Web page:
The internal surface of the squamous part is bowl-shaped and divided into four depressions of the cruciform eminence. The two upper depressions are triangular-shaped and embed the occipital lobes of the cerebrum, the largest part of the brain. The lower two depressions are rectangular and contain the hemispheres of the cerebellum, the part of the brain that receives information. 

Along this internal surface of the occipital bone, there is a point of intersection of the four divisions of the cruciform eminence. This point is called the internal occipital protuberance and runs to the superior angle of the bone to a deep grove, called the sagittal sulcus, which hiders part of the superior sagittal sinus and is attached to the falx cerebri. The superior sagittal sinus allows blood to drain from the adjacent parts of the anterior hemisphere to the sinuses. At the upper part is the internal occipital crest, which houses the transverse sinuses. 

The union of the transverse and sagittal sinuses— the confluence of the sinuses—is indicated by a depression on either side of the protuberance.

Function

The occipital bone has a variety of functions. The most important role it plays is in protecting your brain. Specifically, it protects the brain’s visual processing center. It also acts as the connecting pathway from the brain to the spine.

As the occipital bone connects with the first vertebra—the area called the atlas­—it forms the atlantooccipital joint. This junction helps you to nod and shake your head throughout the day. The atlas is also the direct link between the spine and skull.

Because of its location, the occipital bone affects all your body’s movements, as well as your flexibility, stability, and balance. It also plays a part in your ability to see and interact with the world.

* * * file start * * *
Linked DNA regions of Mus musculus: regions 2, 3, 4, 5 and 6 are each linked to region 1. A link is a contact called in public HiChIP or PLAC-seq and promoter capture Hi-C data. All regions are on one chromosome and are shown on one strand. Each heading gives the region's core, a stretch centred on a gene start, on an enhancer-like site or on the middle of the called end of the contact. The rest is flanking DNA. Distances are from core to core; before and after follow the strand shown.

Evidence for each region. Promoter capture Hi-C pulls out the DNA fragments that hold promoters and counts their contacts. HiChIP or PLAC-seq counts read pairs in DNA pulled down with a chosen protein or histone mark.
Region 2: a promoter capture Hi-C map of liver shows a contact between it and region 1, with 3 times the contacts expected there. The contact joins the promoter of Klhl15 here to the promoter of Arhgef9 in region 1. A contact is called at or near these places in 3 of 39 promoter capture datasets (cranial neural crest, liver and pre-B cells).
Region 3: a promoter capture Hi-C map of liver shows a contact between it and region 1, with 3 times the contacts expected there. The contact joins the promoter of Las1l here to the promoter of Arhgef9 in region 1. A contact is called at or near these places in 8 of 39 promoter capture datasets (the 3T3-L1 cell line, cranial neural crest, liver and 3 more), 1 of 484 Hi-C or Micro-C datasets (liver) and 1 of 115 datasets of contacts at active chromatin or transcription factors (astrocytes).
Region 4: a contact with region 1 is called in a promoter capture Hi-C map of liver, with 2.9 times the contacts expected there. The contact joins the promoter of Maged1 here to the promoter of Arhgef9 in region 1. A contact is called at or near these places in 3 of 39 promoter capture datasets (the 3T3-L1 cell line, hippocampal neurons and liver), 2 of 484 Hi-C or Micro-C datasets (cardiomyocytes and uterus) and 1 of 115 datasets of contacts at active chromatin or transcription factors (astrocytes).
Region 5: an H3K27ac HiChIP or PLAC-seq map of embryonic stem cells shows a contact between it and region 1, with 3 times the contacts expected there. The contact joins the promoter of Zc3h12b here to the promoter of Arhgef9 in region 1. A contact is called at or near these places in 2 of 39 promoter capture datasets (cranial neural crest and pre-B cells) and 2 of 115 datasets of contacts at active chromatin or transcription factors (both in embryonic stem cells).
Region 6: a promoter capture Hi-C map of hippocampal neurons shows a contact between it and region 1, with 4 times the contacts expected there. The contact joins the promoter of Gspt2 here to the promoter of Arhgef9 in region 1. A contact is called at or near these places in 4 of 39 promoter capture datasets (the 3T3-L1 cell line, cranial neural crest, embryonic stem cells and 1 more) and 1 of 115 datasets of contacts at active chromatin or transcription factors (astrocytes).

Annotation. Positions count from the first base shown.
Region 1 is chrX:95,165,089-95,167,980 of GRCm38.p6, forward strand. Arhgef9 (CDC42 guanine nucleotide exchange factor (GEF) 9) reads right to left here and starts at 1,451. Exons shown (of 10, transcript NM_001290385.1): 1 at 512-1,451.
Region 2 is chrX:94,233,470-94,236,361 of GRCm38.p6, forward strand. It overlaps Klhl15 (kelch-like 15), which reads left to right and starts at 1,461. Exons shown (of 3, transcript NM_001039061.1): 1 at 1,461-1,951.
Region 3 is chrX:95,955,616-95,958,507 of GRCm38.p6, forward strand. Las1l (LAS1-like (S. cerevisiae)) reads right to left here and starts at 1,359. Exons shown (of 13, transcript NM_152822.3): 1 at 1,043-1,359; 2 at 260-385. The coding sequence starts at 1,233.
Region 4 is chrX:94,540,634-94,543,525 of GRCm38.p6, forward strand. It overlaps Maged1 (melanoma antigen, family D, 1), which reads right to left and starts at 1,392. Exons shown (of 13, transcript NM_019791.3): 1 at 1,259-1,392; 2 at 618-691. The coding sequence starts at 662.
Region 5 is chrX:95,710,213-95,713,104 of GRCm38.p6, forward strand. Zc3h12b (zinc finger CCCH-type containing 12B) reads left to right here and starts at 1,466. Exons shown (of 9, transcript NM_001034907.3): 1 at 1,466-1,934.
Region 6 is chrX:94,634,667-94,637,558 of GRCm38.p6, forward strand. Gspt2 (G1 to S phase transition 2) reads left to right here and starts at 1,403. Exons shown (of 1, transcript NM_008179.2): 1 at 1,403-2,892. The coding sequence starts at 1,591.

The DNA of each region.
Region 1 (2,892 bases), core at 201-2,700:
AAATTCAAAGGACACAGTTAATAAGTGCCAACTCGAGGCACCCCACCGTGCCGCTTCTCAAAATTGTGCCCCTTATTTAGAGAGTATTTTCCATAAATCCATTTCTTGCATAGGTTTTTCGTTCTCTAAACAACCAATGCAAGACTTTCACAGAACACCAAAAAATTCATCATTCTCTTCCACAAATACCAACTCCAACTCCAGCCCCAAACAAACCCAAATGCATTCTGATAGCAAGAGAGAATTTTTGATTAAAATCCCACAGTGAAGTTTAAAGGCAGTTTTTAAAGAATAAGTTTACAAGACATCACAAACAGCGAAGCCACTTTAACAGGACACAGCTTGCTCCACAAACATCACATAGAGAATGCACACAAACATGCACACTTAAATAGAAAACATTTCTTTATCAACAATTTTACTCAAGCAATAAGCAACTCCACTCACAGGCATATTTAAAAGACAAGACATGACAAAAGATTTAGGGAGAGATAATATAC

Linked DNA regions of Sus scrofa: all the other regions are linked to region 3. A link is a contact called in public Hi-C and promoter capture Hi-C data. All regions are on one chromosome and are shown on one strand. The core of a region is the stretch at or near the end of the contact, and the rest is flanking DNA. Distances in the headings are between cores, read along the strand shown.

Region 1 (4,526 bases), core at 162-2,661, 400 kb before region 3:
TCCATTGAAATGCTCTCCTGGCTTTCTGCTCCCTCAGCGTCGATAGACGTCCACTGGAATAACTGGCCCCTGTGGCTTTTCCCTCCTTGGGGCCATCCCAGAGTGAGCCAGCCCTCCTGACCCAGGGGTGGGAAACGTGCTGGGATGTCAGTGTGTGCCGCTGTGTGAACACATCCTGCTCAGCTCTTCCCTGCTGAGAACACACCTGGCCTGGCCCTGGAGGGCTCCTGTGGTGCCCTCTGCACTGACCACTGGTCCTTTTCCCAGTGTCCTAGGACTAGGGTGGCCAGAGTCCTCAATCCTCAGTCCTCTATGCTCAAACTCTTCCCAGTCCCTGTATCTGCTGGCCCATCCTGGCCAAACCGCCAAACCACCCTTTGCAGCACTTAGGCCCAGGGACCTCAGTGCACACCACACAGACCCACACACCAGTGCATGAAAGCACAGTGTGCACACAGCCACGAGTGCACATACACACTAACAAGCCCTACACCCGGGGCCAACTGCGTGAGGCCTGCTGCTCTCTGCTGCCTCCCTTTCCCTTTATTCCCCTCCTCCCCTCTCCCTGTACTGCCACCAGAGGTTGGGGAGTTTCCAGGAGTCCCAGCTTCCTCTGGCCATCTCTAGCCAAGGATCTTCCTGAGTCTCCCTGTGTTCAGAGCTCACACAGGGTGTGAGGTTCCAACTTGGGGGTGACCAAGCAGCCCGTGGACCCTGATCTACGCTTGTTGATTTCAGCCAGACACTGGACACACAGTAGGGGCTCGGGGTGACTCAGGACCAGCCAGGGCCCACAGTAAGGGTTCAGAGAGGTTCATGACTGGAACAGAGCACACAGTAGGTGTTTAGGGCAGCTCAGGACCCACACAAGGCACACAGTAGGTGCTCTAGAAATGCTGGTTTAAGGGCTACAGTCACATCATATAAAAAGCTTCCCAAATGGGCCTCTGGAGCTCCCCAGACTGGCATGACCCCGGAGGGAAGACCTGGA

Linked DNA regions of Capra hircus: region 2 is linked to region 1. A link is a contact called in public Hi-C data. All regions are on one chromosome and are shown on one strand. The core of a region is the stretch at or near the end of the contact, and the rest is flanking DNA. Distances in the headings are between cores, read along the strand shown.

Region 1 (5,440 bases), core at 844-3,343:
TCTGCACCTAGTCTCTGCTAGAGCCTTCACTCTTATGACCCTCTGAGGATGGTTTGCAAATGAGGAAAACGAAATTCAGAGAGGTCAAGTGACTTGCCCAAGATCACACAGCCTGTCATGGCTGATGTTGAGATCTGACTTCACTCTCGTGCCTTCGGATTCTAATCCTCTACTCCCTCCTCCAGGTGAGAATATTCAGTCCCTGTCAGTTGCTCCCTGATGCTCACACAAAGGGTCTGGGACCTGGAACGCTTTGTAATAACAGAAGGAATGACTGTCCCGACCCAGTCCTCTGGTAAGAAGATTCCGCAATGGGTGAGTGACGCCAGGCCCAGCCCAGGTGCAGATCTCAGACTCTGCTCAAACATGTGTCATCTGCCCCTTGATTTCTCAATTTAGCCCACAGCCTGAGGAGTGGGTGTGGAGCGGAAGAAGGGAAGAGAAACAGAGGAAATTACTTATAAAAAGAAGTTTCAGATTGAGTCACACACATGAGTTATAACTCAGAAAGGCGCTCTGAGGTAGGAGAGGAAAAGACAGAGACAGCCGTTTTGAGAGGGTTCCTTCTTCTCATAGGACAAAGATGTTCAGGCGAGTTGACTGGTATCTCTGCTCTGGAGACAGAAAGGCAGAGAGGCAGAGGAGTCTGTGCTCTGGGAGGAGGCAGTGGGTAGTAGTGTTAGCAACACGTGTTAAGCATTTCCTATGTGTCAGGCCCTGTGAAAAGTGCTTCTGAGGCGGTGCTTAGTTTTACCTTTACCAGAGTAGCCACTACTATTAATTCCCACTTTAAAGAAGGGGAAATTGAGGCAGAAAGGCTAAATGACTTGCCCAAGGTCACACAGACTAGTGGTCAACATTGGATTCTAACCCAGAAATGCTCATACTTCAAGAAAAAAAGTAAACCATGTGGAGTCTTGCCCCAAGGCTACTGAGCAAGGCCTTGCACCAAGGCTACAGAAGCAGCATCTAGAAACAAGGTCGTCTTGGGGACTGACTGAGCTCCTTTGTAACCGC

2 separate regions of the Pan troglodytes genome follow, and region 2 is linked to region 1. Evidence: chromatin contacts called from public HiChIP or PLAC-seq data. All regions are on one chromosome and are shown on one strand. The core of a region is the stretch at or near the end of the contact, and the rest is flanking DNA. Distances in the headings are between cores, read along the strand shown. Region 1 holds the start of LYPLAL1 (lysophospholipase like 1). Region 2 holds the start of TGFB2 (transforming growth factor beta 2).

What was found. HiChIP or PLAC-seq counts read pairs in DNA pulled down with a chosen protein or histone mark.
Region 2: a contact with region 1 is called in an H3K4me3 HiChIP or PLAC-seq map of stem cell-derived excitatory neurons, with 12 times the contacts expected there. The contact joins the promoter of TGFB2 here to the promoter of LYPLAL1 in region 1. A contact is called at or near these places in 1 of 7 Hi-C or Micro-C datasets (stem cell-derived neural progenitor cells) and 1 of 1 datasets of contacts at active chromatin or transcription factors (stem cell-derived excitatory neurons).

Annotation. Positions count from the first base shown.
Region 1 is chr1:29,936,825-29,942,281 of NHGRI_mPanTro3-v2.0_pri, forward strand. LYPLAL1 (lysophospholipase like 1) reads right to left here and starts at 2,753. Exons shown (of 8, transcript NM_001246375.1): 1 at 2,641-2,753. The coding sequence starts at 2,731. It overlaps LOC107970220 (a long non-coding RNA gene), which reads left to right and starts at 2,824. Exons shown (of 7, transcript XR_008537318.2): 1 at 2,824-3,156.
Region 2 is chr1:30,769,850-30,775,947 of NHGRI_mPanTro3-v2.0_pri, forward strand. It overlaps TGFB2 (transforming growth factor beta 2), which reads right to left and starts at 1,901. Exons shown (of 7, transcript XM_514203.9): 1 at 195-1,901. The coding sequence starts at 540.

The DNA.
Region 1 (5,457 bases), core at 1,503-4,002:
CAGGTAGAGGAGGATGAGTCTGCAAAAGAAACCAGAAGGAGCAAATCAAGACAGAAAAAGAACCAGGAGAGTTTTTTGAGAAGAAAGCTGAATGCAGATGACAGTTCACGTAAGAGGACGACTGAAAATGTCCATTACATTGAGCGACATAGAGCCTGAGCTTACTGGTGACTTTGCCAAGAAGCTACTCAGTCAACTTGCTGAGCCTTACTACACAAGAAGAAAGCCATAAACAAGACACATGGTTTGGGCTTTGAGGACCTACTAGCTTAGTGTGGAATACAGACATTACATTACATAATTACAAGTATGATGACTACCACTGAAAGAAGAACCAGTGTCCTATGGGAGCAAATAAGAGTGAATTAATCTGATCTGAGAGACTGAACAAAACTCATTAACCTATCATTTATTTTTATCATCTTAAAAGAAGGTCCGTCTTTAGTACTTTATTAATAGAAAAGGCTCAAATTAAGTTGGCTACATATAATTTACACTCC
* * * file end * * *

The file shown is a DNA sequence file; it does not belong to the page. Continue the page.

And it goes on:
Associated Conditions

When a person is born, their occipital bone is not completely hardened, and it takes up to six years for the hardening to fully complete. Any problems with the development of occipital bone can lead to health issues.  

For example, if the occipital bone is misaligned, this also causes misalignment of the spine, causing pain. 

The occipital bone is sensitive to the birthing process and in some instances can become injured or damaged during childbirth. The occipital bone can also be affected by other traumas or injuries, such as automobile accidents, sports injuries, and falls, resulting in mental health or chronic health problems.

When the occipital bone is functioning or moving incorrectly, a number of mental and physical health problems may develop. This may include: 

  • Headaches, especially migraines
  • Neck, shoulder, and back pain
  • Balance and coordination problems
  • Vision difficulties
  • Lowered immune functioning
  • Sensory processing disorders
  • Nervous system problems

Treatment

As your brain’s protector, your occipital bone plays an important role in your overall health and life quality.  It is therefore important to investigate the cause of head and spine symptoms you may be experiencing, especially pain and problems with function and movement. Your doctor can recommend a variety of treatments, from medications to physical therapy and surgery.

Physical therapy can correct misalignment and help manage pain. It may also restore function and correct body movement.

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Article Sources